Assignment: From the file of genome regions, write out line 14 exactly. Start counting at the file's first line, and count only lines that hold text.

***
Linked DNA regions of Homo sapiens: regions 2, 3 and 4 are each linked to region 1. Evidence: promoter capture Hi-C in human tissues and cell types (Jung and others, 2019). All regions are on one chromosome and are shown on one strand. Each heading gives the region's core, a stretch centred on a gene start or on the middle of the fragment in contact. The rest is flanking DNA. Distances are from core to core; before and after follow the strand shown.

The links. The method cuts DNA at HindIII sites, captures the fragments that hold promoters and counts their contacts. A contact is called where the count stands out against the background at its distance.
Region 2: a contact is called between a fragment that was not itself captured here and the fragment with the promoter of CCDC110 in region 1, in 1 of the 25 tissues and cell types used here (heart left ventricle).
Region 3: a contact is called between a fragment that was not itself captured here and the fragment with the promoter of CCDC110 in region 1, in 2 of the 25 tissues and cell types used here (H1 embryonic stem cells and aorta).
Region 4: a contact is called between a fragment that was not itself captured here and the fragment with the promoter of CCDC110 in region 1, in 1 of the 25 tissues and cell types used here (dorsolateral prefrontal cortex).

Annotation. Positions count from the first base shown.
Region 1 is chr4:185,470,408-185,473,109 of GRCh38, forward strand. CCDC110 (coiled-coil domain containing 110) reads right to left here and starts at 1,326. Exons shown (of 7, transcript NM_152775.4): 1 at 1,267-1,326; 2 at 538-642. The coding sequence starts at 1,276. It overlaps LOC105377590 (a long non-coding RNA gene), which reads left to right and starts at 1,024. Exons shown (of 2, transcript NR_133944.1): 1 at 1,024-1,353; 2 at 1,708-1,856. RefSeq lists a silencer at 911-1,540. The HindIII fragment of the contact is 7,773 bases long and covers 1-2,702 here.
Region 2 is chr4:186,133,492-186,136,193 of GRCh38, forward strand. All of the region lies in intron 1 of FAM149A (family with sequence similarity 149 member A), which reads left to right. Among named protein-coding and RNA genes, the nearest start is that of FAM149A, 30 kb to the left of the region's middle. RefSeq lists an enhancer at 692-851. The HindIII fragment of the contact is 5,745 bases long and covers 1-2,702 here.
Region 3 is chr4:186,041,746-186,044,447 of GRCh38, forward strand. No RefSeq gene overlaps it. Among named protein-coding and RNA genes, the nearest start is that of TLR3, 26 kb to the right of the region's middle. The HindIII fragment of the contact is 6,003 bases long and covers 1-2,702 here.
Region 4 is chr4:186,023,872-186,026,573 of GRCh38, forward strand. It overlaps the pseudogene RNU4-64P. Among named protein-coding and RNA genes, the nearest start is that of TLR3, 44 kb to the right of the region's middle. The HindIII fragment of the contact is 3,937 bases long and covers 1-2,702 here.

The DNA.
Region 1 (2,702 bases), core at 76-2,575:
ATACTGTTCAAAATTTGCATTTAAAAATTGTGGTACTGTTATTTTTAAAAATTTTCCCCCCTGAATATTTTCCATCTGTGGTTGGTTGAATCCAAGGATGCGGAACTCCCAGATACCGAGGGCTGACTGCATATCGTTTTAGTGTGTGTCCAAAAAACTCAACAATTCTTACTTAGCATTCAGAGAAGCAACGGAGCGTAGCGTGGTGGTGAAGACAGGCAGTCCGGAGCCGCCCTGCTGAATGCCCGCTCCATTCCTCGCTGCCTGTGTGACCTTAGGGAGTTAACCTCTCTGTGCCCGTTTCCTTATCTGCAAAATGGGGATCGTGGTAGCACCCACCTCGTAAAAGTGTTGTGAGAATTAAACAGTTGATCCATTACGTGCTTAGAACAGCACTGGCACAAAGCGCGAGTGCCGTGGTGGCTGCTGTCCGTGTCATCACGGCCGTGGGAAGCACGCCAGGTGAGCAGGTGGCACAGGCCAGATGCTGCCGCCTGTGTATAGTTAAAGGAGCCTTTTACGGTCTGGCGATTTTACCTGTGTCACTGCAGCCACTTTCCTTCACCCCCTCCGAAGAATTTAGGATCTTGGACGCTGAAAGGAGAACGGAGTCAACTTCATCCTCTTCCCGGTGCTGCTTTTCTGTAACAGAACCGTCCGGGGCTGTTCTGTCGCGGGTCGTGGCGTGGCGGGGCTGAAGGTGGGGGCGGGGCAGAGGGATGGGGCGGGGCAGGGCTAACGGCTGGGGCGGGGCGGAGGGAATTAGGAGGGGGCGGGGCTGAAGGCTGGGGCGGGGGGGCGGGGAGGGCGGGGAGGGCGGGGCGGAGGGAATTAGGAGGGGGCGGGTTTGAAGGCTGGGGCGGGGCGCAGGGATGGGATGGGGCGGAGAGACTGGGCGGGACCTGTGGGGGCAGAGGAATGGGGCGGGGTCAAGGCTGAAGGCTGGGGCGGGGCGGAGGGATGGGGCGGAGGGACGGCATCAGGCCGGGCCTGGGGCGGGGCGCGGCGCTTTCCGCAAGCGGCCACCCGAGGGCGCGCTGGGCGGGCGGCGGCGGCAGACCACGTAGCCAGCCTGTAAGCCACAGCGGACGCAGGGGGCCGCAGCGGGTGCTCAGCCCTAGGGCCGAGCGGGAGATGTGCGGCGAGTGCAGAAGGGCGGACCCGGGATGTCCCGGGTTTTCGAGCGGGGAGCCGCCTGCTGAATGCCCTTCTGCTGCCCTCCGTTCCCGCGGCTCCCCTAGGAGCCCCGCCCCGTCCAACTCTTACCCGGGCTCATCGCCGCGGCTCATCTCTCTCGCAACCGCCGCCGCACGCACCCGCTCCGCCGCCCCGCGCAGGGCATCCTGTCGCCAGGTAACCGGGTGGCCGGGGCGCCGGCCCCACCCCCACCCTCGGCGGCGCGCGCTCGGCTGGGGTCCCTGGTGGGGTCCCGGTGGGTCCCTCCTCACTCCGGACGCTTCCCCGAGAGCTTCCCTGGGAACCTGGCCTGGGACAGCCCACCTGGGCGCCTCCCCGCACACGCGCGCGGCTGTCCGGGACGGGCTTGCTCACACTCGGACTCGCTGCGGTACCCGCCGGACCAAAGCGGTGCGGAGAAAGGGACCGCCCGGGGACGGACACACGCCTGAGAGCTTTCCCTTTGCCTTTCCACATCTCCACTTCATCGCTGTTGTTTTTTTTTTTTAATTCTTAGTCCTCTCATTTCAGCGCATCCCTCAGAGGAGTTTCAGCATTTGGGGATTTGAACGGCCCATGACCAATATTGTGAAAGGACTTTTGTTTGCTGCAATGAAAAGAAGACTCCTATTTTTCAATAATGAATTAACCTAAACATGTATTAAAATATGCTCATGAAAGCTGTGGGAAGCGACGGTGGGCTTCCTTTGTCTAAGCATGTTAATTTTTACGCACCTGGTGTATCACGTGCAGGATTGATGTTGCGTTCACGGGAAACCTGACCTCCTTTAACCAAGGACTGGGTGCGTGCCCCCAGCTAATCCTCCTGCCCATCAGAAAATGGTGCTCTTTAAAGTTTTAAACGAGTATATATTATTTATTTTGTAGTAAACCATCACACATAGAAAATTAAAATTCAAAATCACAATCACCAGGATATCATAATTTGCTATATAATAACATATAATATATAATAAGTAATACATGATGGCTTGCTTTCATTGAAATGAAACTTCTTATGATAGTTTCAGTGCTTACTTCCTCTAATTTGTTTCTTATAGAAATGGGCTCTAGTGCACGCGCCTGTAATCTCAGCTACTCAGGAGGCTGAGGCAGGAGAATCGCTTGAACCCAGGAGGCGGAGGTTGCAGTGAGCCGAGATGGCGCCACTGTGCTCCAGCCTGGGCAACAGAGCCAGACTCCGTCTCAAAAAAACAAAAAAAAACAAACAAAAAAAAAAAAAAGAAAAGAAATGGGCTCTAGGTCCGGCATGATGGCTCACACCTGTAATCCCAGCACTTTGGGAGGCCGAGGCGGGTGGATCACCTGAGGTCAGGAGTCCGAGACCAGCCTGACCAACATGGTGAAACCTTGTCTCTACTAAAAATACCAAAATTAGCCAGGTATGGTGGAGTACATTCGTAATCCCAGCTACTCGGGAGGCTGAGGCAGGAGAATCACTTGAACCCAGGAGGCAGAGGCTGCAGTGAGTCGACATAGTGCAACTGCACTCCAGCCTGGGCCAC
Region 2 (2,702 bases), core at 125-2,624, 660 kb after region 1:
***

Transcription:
Region 2 (2,702 bases), core at 125-2,624, 660 kb after region 1: